Acute Depression of Energy Metabolism After Microdialysis Probe Implantation is Distinct from Ischemia-Induced Changes in Mouse Brain

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The current study used measurements of metabolites and markers of membrane integrity to determine the most suitable time point for microdialysis experiments following probe implantation. Leakage of Evans blue and sodium fluorescein indicated increased BBB permeability only immediately (15 min), but not 1.5 and 24 h following probe implantation. Acute implantation decreased glucose and lactate levels relative to the levels after 24 h (to 13–37% and 25–60%, respectively). No change in extracellular levels of glutamate or glycerol was seen. In comparison to acute probe implantation, the pattern of damage under brain ischemia (middle cerebral artery occlusion) differed: While glucose levels dropped, lactate levels rose after ischemia, and glutamate (tenfold) and glycerol (eightfold) increased sharply. In conclusion, acute implantation of a microdialysis probe causes transient depression of the energy metabolites, glucose and lactate, likely due to injury-induced hypermetabolism. However, no massive tissue damage or severe ischemic conditions around the probe occur.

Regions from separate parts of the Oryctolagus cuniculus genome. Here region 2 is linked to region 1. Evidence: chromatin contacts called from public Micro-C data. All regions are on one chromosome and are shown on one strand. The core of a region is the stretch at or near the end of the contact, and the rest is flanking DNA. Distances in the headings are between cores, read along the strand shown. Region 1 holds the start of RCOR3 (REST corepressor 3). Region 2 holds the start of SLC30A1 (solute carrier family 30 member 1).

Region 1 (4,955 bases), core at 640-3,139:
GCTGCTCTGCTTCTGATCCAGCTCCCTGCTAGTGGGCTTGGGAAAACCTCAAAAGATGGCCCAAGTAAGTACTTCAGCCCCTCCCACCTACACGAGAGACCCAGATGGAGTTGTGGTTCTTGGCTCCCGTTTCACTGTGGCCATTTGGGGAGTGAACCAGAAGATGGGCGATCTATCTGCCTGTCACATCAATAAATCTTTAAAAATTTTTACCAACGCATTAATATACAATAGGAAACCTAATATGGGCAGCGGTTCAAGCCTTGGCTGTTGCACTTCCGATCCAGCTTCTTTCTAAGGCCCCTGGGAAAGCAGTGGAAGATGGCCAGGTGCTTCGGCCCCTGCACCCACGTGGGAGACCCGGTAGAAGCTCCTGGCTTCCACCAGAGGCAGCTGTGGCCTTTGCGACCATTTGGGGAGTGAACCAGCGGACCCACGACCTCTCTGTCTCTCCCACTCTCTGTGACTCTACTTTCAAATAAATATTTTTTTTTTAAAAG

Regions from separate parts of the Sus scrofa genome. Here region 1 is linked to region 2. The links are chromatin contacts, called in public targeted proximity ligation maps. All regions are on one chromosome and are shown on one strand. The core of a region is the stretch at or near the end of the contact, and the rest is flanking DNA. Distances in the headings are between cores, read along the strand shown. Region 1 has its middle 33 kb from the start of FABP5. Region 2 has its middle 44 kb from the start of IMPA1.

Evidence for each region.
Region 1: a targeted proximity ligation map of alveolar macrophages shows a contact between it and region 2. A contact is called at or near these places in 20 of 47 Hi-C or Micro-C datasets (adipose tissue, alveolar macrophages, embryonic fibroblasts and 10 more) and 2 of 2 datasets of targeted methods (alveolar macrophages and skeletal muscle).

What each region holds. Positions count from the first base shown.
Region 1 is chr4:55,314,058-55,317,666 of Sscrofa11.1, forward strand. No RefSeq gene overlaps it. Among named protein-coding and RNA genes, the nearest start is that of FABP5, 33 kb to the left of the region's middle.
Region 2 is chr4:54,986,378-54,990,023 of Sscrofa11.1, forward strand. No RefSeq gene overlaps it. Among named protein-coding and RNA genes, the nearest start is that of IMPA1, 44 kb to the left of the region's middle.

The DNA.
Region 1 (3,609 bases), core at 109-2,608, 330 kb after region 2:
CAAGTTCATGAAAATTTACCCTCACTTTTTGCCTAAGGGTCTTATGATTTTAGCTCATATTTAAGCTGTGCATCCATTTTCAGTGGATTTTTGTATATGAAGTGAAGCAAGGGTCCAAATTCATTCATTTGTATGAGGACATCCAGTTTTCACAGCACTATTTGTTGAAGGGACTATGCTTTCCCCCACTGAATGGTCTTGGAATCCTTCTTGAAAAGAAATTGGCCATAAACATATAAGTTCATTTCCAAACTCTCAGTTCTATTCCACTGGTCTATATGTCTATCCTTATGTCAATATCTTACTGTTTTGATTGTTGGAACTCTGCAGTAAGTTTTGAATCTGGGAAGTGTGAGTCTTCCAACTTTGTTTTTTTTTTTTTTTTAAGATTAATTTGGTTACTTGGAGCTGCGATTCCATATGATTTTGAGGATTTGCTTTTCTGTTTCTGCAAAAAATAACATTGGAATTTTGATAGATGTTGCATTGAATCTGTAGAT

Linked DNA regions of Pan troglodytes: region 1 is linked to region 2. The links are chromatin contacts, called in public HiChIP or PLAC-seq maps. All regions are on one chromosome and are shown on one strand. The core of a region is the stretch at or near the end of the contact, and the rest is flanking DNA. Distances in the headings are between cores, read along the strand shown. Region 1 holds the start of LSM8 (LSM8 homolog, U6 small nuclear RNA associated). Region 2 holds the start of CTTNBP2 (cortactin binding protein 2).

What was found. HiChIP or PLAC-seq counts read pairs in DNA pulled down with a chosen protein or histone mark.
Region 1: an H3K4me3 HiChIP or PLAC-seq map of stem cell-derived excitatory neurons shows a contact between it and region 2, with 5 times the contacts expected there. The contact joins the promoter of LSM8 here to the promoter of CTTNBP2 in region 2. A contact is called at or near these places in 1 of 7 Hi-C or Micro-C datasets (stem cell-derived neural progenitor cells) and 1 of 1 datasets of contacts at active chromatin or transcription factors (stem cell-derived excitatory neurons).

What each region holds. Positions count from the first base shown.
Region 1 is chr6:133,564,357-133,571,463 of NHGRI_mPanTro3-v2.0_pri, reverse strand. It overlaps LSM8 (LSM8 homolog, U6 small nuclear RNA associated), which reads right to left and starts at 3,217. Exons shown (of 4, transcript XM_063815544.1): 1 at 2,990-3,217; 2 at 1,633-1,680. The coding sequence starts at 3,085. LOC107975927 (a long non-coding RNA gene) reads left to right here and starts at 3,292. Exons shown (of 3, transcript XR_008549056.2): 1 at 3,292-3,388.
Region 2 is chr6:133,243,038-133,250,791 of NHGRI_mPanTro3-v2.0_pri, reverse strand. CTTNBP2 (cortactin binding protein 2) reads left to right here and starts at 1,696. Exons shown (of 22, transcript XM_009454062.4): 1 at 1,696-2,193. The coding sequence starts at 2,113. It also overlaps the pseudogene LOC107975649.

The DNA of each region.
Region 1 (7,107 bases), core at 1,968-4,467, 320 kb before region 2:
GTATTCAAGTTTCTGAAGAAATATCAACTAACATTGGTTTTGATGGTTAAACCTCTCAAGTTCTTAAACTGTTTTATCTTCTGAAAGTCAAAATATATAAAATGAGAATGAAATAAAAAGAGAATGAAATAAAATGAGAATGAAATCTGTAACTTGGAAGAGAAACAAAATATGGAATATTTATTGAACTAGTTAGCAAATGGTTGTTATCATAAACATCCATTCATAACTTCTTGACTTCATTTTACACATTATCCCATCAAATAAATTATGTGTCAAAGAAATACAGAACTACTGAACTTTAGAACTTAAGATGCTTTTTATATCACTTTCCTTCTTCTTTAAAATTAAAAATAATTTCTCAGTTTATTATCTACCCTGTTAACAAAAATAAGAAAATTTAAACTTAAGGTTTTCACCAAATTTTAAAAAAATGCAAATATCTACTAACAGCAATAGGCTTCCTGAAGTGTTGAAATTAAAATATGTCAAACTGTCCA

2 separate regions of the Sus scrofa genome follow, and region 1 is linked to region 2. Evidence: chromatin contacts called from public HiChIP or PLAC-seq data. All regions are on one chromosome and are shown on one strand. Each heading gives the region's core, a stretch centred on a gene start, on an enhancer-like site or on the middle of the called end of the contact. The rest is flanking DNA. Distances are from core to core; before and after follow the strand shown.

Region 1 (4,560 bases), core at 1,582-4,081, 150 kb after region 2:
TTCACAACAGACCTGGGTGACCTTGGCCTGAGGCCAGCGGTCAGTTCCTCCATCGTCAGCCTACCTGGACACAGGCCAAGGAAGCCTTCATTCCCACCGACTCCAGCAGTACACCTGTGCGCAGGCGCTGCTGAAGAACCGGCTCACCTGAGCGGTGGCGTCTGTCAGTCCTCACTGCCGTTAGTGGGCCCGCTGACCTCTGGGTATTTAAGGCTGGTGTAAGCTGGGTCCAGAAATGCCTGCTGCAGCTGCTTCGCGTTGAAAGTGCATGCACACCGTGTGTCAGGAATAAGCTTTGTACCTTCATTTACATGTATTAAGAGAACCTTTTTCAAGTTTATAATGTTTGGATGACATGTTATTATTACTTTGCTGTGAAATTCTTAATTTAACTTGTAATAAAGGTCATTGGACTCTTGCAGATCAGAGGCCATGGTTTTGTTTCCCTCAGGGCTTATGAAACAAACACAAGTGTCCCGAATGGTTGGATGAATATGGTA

This article was originally published in Neurochemical Research, volume 36, issue 1, in 2011.

A free-to-read copy of the final published article is available here.